Judging countries over several parameters including Maternity & Paternity Time Off, Gender Pay Gap, Job Protection through Maternity, Unemployment Rate and Quality of Education, among others, Money Guru’s latest global parenting index ranks the best (and worst) places in the world to raise a child.
While globally Norway leads the index, Singapore is at the top when it comes to the best place to raise a child or be a parent in Asia. Singapore ranks 4th in the global index, ahead of countries like the UK, USA and Denmark.
Other Asian countries that have ranked well on the index include Malaysia 8th in Asia (31st globally), China 11th in Asia (40th globally), Philippines 12th in Asia (41st globally) and Thailand which ranked 22nd globally.
Here are some interesting findings from the survey:
- Interestingly, as per the survey countries generally, where regular turbulence is observed, for example, Lybia and Yemen offer better maternity leave and job protection for women than the USA.
- Further, these countries offer job protection or have no explicit job protection, which means it may depend on the workplace, as opposed to the US who has no paid maternal leave at all. Yemen offers less than 14 weeks of maternity leave, where again, the US offers none at all.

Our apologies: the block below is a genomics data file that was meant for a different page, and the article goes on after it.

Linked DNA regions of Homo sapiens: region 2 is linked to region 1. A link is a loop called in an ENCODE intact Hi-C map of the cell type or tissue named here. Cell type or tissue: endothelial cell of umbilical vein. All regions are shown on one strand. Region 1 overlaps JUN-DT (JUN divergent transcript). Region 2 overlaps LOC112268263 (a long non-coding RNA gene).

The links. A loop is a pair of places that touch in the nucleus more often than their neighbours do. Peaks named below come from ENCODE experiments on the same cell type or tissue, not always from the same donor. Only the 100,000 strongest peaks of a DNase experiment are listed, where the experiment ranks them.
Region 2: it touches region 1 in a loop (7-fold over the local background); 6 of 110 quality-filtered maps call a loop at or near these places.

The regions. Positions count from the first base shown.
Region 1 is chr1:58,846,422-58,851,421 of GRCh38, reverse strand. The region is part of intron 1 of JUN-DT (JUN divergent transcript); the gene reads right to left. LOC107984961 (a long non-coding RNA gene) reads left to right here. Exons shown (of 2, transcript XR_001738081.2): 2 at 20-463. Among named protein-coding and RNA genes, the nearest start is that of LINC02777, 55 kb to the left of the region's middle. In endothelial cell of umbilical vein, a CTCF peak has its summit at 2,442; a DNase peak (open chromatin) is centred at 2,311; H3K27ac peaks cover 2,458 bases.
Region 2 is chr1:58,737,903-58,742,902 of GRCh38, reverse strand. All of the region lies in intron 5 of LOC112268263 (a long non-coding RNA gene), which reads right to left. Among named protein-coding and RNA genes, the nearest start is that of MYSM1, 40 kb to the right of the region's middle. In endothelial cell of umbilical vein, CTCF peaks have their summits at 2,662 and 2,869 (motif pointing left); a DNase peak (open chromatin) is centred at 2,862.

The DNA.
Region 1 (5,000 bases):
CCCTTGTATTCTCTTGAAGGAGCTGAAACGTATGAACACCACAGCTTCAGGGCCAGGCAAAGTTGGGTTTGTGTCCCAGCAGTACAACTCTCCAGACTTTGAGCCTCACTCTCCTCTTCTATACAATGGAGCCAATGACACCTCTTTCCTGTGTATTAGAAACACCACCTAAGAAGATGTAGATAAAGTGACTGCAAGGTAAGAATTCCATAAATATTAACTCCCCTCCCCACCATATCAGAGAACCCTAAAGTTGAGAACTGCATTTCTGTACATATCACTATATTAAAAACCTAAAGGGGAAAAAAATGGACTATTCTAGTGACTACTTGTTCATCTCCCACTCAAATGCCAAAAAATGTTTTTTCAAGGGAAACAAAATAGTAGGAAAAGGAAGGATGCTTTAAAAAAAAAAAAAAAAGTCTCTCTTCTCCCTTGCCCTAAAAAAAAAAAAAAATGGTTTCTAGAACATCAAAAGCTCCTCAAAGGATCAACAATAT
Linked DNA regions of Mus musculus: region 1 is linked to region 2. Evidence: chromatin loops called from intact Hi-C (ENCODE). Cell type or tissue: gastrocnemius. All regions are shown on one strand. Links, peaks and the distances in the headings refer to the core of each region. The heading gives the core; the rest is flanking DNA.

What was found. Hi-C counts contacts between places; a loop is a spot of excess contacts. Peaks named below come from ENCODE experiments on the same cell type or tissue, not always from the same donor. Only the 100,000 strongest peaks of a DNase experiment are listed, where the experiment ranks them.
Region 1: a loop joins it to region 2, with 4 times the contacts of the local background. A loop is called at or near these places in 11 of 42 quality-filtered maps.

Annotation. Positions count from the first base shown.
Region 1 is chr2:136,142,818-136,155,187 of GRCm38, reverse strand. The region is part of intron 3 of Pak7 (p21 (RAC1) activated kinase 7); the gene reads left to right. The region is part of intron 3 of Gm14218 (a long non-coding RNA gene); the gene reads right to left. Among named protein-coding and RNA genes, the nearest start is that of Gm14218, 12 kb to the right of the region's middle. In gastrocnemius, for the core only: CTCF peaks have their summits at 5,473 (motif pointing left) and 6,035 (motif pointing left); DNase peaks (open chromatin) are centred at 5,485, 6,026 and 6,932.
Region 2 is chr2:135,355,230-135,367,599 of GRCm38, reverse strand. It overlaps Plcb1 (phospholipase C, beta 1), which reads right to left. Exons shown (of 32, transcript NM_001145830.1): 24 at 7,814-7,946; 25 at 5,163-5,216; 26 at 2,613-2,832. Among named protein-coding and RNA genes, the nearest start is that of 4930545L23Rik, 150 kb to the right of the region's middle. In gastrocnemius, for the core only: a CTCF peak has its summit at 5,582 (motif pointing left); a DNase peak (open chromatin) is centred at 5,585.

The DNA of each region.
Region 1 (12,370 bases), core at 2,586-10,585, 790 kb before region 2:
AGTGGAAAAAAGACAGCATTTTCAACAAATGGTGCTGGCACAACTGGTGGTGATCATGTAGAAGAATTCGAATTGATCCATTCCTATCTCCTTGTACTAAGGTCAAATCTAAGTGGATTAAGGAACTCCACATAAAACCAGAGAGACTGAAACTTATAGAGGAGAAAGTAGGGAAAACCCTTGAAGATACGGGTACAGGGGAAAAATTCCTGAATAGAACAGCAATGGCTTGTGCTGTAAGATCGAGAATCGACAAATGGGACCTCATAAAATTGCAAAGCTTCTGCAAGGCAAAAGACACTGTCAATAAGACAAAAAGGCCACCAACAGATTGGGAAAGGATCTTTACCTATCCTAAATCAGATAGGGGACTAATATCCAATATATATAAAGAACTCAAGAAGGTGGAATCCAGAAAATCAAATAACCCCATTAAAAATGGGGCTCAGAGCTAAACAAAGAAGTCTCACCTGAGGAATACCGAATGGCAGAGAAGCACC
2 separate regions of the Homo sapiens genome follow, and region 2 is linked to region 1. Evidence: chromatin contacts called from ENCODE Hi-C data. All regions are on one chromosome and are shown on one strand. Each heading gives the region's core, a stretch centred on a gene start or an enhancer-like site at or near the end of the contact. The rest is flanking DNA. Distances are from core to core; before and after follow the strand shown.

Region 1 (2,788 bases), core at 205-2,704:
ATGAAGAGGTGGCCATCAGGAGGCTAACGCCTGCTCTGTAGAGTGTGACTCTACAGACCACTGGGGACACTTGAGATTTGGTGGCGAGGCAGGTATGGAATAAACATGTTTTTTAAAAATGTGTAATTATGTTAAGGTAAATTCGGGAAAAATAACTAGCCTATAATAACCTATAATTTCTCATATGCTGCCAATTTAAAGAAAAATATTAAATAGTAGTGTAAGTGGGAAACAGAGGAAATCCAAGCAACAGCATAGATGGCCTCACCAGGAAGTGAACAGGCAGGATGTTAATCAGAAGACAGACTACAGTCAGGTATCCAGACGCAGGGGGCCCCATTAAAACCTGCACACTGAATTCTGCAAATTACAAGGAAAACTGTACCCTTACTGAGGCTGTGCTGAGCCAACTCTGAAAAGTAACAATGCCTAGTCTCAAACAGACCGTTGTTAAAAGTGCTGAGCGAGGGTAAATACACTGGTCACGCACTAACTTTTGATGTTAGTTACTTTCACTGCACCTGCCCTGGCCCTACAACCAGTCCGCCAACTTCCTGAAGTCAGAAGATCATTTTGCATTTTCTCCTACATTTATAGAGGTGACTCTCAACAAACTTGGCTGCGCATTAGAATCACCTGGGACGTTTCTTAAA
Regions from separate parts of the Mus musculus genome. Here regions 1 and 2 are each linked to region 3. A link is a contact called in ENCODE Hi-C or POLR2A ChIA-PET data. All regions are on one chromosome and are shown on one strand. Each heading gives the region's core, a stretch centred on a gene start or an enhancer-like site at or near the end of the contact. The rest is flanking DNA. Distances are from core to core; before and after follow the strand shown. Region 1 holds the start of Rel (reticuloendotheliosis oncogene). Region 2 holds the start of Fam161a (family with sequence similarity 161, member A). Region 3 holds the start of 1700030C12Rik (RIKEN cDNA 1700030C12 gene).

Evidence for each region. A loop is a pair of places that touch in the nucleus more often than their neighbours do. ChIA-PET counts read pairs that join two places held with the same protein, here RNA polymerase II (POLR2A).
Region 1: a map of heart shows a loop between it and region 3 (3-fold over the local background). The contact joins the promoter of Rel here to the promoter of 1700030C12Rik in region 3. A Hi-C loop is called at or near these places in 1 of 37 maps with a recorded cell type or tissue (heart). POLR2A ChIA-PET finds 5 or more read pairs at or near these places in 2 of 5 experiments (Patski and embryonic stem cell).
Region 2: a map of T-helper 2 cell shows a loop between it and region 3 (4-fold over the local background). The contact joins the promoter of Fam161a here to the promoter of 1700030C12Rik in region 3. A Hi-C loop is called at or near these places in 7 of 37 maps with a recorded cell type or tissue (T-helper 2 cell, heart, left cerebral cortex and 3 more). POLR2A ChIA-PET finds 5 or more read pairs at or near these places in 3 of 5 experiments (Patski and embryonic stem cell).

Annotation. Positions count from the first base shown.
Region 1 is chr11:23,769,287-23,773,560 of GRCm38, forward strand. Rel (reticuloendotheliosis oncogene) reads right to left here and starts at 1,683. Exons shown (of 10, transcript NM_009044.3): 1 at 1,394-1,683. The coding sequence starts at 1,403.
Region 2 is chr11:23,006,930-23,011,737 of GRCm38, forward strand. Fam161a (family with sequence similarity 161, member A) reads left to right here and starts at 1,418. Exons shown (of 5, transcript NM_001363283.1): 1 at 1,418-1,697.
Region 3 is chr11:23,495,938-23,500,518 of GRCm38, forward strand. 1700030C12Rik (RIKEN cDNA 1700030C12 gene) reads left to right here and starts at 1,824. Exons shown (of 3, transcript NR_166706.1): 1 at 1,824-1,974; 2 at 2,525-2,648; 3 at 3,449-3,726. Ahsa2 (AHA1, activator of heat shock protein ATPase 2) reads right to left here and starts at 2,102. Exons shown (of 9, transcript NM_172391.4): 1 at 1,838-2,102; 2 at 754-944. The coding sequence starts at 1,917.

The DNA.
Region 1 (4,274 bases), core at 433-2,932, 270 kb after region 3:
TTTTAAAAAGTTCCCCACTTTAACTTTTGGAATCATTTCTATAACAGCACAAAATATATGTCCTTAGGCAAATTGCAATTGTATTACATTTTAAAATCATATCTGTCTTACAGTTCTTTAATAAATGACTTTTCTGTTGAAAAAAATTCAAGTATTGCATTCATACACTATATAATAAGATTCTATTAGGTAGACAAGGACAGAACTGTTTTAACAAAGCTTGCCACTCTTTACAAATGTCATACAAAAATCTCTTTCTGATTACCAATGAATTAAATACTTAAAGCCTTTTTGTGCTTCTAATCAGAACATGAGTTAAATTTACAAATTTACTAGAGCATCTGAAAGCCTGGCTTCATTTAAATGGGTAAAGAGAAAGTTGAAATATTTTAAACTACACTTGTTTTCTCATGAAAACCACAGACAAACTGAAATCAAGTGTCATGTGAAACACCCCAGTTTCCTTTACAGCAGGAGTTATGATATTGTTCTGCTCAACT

- The Scandinavian countries renowned for their consistently high quality of life, Iceland and Norway lead the index for their good policies around childcare. They offer a good level of maternity leave (26 – 51.9 weeks) as well as over 14 weeks of paternity leave. Additionally, these countries offer benefits that continue throughout a child’s development, with paid leave available for both parents to take care of everyday health requirements.
While the report lists some of the best countries in terms of policies for working parents, there are many more factors to consider when choosing where to raise a family. The index, however, helps in differentiating and identifying the growth policies and benefits around childcare has made over the world.
Although some countries have proven to have better regulations in place than others, even they have a long road to take when it comes to creating a sustainable culture that supports working parents, both at an organizational and national level.